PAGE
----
The market for renewable energy in Turkey has been growing since the country enacted a “Renewable Energy Law” in 2005. Progress has been steady and has ramped up in recent years after renewable energy zones (REZs) were introduced in late 2016. The regulation allowed for structured investments in renewable power projects and has been supported by an incentive scheme for clean energy programs.
The moves seem to be paying off, as Fatih Dönmez, the country’s minister of Energy and Natural Resources, in early November said Turkey now generates as much as 46% of its electricity on a monthly basis from renewable resources, most of it from hydropower. Dönmez, speaking at the 8th Turkish Wind Energy Congress, organized by the Turkish Wind Energy Association (TWEA) and held in the capital of Ankara, said combined local and renewable energy resources saw a total share of 64% of electricity production in the first 10 months of this year, a record high.
“With these figures, we reached our objective of producing two-thirds of our electricity in the short-term from local and renewable resources. Now, we aim to raise this ratio to higher levels. This average is not a volatile rate but regular progress,” Dönmez said at the event, at which groups discussed technology, research, and investments in the country’s wind power sector (Figure 1), along with providing data about other renewable resources.
1. Wind energy is big business in Turkey. The country has a goal to add another 10 GW of installed wind generation capacity by 2027, and it wants to have at least 25 GW of installed wind capacity by 2030. Courtesy: Renewable Energy of Turkey
Executives from Turkey’s energy industry noted that the country in 2017 set a goal to produce two-thirds of its power from renewable sources over the next decade—including hydropower, solar, wind, and geothermal—and has been ramping up its solar and wind output. Renewable energy resources have reached a 48% share of total installed capacity in the country.
Hydropower accounts for about 20% of Turkey’s electricity production. Among renewables, hydro has about 23 GW of generation capacity, followed by wind—with 262 wind farms with 7.6 GW of capacity—and solar, with about 5 GW. Günder, the Turkish solar energy association, has said it expects installed solar photovoltaic generation capacity to rise to about 14 GW in 2023, with solar and wind having a cumulative capacity of 30 GW by 2030. Dönmez at the November conference said, “Our electricity production from wind energy rose 14.6% in October from the same month last year and increased approximately 70% in the last five years. We rank sixth in Europe and 12th in the world in wind installed capacity.”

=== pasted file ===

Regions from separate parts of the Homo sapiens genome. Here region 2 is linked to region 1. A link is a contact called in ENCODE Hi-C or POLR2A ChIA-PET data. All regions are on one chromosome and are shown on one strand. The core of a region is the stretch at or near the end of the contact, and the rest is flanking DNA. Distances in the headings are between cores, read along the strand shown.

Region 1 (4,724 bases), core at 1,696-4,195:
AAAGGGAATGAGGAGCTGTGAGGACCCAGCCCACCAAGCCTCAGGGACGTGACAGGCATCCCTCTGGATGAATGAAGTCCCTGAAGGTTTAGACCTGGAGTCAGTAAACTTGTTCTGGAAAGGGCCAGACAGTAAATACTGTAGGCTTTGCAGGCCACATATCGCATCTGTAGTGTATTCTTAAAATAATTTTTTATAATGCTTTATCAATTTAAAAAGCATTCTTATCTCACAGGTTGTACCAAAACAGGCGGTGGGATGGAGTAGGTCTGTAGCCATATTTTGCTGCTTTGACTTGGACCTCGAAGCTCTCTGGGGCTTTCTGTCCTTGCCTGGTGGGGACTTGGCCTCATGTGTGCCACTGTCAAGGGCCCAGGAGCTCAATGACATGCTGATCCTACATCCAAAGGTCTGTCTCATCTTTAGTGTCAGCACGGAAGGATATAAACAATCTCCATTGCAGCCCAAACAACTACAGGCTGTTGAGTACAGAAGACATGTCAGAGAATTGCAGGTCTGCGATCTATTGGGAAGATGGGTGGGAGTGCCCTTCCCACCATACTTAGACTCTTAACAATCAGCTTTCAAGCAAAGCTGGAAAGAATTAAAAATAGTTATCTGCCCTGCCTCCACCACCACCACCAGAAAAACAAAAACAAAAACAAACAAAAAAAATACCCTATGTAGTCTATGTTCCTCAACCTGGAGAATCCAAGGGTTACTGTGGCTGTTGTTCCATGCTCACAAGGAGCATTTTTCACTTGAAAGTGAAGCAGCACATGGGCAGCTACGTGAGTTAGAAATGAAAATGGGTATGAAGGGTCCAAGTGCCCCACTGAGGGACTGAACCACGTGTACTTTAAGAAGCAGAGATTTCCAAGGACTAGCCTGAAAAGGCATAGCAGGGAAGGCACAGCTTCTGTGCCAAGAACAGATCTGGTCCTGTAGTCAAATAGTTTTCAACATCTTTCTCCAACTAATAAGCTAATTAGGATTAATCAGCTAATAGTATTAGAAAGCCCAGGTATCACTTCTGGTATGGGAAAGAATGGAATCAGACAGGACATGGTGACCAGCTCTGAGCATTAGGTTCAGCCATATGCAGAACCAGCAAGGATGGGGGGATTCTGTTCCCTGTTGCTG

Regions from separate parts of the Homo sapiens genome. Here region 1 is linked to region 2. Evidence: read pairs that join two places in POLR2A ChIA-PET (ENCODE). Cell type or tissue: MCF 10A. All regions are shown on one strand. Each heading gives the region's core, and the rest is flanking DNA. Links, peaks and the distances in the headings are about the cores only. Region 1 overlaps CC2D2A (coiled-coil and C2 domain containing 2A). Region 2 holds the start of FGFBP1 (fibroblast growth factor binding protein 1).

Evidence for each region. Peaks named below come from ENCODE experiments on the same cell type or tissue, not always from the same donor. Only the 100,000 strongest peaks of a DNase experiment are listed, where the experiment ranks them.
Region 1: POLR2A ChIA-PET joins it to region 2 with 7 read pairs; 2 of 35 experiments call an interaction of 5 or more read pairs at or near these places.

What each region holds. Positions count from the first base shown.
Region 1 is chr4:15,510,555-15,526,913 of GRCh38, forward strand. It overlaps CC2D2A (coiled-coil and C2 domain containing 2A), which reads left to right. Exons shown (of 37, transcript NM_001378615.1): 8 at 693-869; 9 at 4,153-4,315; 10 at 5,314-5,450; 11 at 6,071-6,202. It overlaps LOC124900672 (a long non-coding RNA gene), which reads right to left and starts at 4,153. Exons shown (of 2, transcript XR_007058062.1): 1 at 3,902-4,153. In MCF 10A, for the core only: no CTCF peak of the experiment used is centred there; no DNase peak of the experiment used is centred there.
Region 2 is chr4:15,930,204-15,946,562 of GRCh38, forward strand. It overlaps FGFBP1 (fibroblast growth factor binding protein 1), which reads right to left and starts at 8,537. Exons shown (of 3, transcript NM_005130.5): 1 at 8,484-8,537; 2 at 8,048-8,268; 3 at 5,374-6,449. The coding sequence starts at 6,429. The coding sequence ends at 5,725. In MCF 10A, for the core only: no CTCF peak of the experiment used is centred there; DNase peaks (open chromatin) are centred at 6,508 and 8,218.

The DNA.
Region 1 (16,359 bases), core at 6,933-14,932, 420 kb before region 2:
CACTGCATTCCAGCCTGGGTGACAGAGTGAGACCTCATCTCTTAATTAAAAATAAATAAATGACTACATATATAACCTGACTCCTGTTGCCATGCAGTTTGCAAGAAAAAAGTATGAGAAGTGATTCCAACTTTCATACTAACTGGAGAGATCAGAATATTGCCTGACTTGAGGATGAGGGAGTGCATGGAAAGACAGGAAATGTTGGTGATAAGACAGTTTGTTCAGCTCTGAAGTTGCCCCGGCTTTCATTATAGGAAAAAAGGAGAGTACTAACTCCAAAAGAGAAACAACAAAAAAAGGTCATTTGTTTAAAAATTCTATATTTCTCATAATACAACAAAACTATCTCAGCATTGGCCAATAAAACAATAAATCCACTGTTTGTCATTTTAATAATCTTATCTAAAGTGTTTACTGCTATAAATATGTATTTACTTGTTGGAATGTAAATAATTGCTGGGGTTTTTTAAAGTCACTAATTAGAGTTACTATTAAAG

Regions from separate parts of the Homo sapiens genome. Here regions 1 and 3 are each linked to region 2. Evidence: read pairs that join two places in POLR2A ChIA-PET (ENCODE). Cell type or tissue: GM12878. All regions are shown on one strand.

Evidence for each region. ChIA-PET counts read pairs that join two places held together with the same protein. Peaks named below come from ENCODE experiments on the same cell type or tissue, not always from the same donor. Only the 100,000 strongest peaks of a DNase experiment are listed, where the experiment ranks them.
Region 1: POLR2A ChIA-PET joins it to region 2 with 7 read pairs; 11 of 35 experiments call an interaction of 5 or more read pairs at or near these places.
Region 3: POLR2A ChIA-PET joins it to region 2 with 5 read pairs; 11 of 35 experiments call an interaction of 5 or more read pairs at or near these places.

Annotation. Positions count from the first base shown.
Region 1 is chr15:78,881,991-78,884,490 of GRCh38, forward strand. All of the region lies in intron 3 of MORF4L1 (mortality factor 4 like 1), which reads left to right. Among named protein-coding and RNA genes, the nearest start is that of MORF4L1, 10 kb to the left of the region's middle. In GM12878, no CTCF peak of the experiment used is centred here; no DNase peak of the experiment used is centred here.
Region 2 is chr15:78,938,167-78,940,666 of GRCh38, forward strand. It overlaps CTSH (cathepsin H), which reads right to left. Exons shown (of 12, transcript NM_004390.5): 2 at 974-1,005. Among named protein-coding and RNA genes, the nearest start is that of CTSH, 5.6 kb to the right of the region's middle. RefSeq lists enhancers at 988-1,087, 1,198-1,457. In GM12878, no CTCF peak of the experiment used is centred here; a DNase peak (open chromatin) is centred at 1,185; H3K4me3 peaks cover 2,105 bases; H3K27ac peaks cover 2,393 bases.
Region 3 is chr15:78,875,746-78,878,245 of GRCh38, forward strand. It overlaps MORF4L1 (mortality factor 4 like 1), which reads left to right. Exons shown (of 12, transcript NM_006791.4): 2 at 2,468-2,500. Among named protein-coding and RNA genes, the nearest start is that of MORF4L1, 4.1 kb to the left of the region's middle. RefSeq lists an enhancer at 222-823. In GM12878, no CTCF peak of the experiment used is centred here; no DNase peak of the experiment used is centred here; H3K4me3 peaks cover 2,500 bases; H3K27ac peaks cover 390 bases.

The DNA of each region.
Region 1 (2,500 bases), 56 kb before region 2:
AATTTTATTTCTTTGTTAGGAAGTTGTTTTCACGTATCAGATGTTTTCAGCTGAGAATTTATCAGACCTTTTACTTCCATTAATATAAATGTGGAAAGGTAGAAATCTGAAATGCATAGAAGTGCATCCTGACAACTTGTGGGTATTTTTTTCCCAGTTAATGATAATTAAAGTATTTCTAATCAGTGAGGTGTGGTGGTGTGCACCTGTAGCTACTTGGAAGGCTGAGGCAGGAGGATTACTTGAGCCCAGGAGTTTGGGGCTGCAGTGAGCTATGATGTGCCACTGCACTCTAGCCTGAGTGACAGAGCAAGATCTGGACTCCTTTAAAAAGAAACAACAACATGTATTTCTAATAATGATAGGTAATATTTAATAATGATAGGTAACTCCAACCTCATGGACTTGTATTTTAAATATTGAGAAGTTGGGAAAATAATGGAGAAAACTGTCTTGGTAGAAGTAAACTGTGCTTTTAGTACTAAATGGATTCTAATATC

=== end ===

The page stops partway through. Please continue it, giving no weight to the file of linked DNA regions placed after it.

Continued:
The country has a goal to install another 10 GW of wind power in the period from 2017 to 2027. The minister said about 1.5 GW has been completed. “In the period to come, we will increase our capacity with new 40–50 MW mini Renewable Energy Resources Zones (YEKA), wind energy plants and solar plants,” he said. Hakan Yildirim, president of the TWEA, at the November meeting said his group’s goal is to support growth in wind power so the sector will have at least 25 GW installed in Turkey by 2030. “Now, we are playing ‘the second half,’ in which we are aiming to integrate the sector with global markets and increase indigenousness in production of all materials necessary in the wind energy sector,” he said.
Power generation from hydroelectric plants also hit a record high in the first 10 months of this year, according to Bekir Pakdemirli, the minister of Agriculture and Forestry. Pakdemirli in a statement on Nov. 5 said, “[The mark of] 67.2 billion kWh, the highest annual production achieved in 2016, has already been exceeded, and a new record has been set,” with 79.3 billion kWh of generation from January to October. “In the 10-month period, the share of resources in electricity generation was 36.3% for coal, 31.5% for HEPP [hydroelectric power plants], 17.3% for natural gas, 7.3% for wind power plants, 3.4% for solar power plants and 2.6% for geothermal power plants,” he said.
—Darrell Proctor is a POWER associate editor (@DarrellProctor1, @POWERmagazine).